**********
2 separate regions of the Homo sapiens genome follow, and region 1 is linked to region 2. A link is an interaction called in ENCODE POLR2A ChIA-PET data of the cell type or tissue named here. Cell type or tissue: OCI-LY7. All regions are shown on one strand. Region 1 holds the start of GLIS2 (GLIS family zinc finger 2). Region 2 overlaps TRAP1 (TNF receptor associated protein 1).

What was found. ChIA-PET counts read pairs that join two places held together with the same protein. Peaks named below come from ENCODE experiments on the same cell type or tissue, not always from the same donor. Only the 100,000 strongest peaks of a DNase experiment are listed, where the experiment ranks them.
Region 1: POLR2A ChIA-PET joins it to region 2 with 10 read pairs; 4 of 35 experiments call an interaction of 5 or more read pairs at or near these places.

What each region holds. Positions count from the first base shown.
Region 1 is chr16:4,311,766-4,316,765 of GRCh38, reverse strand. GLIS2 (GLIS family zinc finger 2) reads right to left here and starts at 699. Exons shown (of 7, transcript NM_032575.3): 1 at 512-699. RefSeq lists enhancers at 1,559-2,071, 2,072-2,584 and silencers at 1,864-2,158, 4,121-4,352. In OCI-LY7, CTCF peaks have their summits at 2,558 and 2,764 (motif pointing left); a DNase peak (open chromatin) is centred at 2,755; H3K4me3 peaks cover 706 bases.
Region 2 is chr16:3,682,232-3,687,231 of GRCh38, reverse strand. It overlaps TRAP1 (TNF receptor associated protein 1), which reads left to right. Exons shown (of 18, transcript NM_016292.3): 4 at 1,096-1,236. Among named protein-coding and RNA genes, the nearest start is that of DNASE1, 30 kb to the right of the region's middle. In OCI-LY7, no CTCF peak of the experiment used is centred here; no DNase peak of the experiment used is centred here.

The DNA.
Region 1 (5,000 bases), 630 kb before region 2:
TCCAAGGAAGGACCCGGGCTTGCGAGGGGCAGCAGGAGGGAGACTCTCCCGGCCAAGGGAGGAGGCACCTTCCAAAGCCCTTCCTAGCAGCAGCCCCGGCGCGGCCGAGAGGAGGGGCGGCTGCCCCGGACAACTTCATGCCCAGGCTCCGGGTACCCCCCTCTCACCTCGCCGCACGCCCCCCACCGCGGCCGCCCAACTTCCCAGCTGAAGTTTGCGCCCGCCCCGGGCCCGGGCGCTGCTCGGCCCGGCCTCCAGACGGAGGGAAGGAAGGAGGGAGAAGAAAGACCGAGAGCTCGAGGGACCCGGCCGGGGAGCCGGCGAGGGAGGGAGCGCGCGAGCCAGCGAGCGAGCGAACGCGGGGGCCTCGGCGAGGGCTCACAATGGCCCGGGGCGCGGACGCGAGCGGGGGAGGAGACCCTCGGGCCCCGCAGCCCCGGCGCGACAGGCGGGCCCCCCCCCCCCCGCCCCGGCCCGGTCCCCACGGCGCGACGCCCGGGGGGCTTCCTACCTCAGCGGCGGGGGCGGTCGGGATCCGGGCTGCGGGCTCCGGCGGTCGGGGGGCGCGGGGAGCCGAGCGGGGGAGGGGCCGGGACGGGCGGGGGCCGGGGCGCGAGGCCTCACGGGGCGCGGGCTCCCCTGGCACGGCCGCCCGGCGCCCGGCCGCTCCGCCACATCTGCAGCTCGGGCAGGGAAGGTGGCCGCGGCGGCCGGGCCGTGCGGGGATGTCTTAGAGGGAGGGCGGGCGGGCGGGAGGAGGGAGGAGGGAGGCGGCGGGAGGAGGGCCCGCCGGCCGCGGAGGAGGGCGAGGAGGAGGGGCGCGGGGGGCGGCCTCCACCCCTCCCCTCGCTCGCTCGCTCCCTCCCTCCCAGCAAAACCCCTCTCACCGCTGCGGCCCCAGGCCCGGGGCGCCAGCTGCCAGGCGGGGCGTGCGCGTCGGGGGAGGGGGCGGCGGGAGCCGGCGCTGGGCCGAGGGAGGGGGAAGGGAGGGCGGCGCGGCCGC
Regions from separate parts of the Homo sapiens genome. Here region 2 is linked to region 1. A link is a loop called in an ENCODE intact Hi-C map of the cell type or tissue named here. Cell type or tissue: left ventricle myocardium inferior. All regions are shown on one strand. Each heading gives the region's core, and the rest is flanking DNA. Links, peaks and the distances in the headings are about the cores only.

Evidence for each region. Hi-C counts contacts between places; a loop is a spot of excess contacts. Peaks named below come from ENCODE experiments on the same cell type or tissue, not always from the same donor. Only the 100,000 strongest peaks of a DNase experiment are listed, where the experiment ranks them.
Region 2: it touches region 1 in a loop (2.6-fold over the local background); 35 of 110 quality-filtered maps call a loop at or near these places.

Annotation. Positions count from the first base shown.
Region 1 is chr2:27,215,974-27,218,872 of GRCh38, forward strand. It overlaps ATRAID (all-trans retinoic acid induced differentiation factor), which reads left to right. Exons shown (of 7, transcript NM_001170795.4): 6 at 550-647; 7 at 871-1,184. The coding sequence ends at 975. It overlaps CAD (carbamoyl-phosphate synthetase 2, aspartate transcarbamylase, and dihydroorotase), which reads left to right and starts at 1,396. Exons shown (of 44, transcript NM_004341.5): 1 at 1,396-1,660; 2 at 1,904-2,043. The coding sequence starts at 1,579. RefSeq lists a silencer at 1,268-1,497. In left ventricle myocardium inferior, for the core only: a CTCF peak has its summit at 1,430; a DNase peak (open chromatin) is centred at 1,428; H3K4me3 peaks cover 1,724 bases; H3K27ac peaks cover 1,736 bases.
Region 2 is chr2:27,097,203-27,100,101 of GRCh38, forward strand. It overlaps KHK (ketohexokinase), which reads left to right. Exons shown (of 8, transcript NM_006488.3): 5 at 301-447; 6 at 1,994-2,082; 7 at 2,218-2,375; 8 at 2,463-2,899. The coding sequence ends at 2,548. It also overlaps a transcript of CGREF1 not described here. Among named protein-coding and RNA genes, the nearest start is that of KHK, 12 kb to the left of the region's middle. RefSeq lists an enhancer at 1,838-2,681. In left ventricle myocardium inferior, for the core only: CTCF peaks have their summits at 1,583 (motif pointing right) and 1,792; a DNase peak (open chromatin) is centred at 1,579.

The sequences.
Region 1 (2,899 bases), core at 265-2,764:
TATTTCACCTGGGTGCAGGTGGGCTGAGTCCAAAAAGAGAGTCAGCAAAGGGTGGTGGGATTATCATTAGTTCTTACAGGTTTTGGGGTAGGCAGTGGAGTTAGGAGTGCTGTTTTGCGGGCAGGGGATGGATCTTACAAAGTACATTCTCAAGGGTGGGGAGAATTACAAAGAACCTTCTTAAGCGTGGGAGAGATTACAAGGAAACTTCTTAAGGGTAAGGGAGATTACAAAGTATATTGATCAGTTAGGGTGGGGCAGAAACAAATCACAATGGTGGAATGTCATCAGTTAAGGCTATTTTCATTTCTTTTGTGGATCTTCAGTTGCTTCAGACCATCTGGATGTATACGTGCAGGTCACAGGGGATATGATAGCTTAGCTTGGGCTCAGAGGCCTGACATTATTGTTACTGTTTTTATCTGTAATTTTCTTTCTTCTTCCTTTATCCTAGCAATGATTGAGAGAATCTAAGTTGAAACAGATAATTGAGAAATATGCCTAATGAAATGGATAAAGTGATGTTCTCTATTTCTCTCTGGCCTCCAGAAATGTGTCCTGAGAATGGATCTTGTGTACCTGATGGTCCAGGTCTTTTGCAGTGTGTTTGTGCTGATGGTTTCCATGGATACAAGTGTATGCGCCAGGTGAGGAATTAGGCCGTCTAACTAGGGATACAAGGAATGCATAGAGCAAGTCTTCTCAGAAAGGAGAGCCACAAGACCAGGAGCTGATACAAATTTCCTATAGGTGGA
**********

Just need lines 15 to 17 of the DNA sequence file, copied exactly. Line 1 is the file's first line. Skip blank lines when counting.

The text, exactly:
Region 2 is chr2:27,097,203-27,100,101 of GRCh38, forward strand. It overlaps KHK (ketohexokinase), which reads left to right. Exons shown (of 8, transcript NM_006488.3): 5 at 301-447; 6 at 1,994-2,082; 7 at 2,218-2,375; 8 at 2,463-2,899. The coding sequence ends at 2,548. It also overlaps a transcript of CGREF1 not described here. Among named protein-coding and RNA genes, the nearest start is that of KHK, 12 kb to the left of the region's middle. RefSeq lists an enhancer at 1,838-2,681. In left ventricle myocardium inferior, for the core only: CTCF peaks have their summits at 1,583 (motif pointing right) and 1,792; a DNase peak (open chromatin) is centred at 1,579.

The sequences.
Region 1 (2,899 bases), core at 265-2,764: